39. 39. Lourenzi CR, Ceretta CA, Cerini JB, Ferreira PA, Lorensini F, Girotto E, Tiecher TL, Schapanski DE, Brunetto G. Available content, surface runoff and leaching of phosphorus forms in a typic hapludalf treated with organic and mineral nutrient sources. Revista Brasileira de Ciência do Solo. 2014; 38(2): 544-556. DOI: 10.1590/S0100-06832014000200019
  40. 40. Guardini R, Comin JJ, Santos DR, Gatiboni LC, Tiecher T, Schmitt D, Bender MA, Belli Filho P, Oliveira PA, Brunetto G. Phosphorus accumulation and pollution potential in a hapludult fertilized with pig manure. Revista Brasileira de Ciência do Solo. 2012; 36(4): 1333-1342. DOI: 10.1590/S0100-06832012000400027
  41. 41. Guardini R, Comin JJ, Santos DR, Gatiboni LC, Tiecher T, Schmitt D, Bender MA, Belli Filho P, Oliveira PA, Brunetto G. Phosphorus accumulation and pollution potential in a hapludult fertilized with pig manure. Revista Brasileira de Ciência do Solo. 2012; 36(4): 1333-1342. DOI: 10.1590/S0100-06832012000400027
  42. 42. Loss A, Soares CR, Lourenzi CR, de Souza EL, Cadoná EA, Sete PB. Teores de Nitrogênio no Solo e na Água em Propriedade Suinícola de Braço do Norte/SC. In: Tullio LA, editor. Formação, Classificação e Cartografia dos Solos [recurso eletrônico]. Ponta Grossa, PR: Atena Editora; 2019. p. 99-106. DOI: 10.22533/at.ed.3481923099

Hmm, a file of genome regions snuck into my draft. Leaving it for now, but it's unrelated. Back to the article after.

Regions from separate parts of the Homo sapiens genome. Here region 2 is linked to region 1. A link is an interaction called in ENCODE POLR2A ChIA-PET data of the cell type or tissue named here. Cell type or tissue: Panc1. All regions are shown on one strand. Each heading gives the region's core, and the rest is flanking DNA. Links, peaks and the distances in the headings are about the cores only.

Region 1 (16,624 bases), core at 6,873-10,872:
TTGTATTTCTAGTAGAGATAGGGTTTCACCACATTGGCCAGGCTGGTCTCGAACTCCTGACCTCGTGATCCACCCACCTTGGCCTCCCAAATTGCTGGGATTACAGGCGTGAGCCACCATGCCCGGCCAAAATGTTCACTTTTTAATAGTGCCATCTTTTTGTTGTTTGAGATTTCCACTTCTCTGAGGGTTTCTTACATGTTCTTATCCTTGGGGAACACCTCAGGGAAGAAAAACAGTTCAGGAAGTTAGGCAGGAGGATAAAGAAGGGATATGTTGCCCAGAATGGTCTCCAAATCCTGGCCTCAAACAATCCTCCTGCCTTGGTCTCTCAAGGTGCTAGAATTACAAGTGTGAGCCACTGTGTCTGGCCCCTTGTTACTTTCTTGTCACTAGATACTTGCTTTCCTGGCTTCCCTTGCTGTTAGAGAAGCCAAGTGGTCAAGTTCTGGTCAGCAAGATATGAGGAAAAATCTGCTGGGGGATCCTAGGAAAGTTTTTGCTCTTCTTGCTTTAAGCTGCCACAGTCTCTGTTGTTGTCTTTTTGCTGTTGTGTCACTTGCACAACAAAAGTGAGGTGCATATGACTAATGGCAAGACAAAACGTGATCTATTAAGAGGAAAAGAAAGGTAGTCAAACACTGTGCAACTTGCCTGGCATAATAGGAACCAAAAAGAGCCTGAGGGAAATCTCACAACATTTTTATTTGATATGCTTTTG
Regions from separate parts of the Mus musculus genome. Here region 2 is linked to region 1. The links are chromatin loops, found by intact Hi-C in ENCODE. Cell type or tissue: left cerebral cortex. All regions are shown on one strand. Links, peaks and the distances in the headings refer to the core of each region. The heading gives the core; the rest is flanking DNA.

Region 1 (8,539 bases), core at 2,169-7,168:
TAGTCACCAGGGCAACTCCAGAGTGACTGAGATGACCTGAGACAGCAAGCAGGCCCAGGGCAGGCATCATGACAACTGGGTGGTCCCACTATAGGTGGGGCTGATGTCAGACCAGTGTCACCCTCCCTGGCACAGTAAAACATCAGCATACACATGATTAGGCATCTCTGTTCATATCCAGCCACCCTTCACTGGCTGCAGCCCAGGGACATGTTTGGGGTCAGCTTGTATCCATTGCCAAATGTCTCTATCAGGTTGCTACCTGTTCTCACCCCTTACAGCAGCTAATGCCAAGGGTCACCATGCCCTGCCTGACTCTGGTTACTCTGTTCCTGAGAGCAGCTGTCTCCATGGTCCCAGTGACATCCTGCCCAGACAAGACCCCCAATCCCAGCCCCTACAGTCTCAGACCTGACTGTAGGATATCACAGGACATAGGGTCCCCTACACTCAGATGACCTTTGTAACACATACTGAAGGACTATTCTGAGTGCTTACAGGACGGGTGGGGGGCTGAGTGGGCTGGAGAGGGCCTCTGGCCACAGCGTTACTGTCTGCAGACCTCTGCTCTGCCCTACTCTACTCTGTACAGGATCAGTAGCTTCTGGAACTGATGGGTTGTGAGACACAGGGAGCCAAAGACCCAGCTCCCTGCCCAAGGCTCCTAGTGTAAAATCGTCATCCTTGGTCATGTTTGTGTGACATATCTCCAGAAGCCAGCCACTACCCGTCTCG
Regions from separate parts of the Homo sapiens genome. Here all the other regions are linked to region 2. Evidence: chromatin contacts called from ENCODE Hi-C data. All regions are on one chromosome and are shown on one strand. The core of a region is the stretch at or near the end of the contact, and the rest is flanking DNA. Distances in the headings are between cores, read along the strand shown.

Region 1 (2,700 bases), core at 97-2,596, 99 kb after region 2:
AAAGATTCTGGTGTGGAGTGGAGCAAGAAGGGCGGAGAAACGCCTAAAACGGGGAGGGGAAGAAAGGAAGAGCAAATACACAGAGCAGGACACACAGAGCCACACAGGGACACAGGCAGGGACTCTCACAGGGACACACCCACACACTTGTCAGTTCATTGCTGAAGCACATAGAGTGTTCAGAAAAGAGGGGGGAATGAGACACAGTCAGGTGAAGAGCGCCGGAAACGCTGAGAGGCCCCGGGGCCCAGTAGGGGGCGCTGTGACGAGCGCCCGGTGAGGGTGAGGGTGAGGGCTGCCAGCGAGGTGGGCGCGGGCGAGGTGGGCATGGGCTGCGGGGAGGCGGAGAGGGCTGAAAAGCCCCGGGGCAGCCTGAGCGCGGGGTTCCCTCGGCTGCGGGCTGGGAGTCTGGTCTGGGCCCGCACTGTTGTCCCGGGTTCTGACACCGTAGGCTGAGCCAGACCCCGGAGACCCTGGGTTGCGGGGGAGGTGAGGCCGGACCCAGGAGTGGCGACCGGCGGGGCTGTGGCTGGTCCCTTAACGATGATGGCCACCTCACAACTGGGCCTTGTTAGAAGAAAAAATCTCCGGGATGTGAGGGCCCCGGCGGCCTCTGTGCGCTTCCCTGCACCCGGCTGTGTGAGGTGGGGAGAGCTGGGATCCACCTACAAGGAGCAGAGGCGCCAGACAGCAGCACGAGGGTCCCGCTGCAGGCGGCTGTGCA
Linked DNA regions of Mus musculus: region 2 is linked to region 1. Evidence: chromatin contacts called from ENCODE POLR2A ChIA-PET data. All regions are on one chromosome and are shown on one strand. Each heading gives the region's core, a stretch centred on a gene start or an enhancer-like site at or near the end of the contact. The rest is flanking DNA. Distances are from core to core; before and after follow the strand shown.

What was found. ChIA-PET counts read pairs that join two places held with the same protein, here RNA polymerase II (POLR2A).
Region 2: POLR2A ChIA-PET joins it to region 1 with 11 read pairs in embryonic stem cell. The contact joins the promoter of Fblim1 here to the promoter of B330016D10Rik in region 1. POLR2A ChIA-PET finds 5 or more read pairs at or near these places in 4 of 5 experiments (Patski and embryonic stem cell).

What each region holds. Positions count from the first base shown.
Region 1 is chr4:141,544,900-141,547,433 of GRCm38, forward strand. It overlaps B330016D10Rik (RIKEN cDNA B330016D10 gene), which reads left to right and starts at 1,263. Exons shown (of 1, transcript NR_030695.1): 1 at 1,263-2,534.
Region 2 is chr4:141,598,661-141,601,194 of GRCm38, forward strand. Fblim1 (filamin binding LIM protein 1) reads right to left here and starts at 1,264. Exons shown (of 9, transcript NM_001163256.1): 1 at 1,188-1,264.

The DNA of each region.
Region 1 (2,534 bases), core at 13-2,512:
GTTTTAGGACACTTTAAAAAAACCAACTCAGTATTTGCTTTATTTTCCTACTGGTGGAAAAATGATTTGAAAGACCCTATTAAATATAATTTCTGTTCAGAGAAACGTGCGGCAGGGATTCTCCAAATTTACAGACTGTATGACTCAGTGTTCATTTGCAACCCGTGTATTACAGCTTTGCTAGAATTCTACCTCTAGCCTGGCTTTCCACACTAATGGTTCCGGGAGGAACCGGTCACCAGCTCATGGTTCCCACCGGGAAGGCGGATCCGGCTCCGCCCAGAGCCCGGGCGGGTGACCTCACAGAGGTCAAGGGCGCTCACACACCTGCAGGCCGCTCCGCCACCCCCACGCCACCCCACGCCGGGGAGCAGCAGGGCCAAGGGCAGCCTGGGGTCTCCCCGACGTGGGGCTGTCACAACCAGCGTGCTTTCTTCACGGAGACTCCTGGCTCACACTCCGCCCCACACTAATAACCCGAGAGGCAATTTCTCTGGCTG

43. 43. Tiecher TL, Lourenzi CR, Girotto E, Tiecher T, De Conti L, Marques AC, Silva LO, Marchezan C, Brunetto G, Ceretta CA. Phosphorus forms leached in a sandy Typic Hapludalf soil under no-tillage with successive pig slurry applications. Agricultural Water Management. 2020; 242: 106406. DOI: 10.1016/j.agwat.2020.106406
  44. 44. Conselho Nacional do Meio Ambiente - CONAMA. Resolução CONAMA N°357 [Internet]. 2005. Available from: [Accessed: 2020-08-27]
  45. 45. Fundação de Meio Ambiente de Santa Catarina - FATMA. Instrução Normativa N° 11 - Suinocultura, de 14/11/2014 [internet]. 2014. Available from: [Accessed: 2020-08-25]
  46. 46. Withers PJ, Vadas PA, Uusitalo R, Forber KJ, Hart M, Foy RH, Delgado A, Dougherty W, Lilja H, Burkitt LL, Rubæk GH. A global perspective on integrated strategies to manage soil phosphorus status for eutrophication control without limiting land productivity. Journal of environmental quality. 2019; 48(5): 1234-1246. DOI:10.2134/jeq2019.03.0131
  47. 47. Boitt G, Schmitt DE, Gatiboni LC, Wakelin SA, Black A, Sacomori W, Cassol PC, Condron LM. Fate of phosphorus applied to soil in pig slurry under cropping in southern Brazil. Geoderma. 2018; 321: 164-172. DOI: 10.1016/j.geoderma.2018.02.010
  48. 48. De Conti L, Ceretta CA, Ferreira PA, Lorensini F, Lourenzi CR, Vidal RF, Tassinari A, Brunetto G. Effects of pig slurry application and crops on phosphorus content in soil and the chemical species in solution. Revista Brasileira de Ciência do Solo. 2015; 39(3): 774-787. DOI: 10.1590/01000683rbcs20140452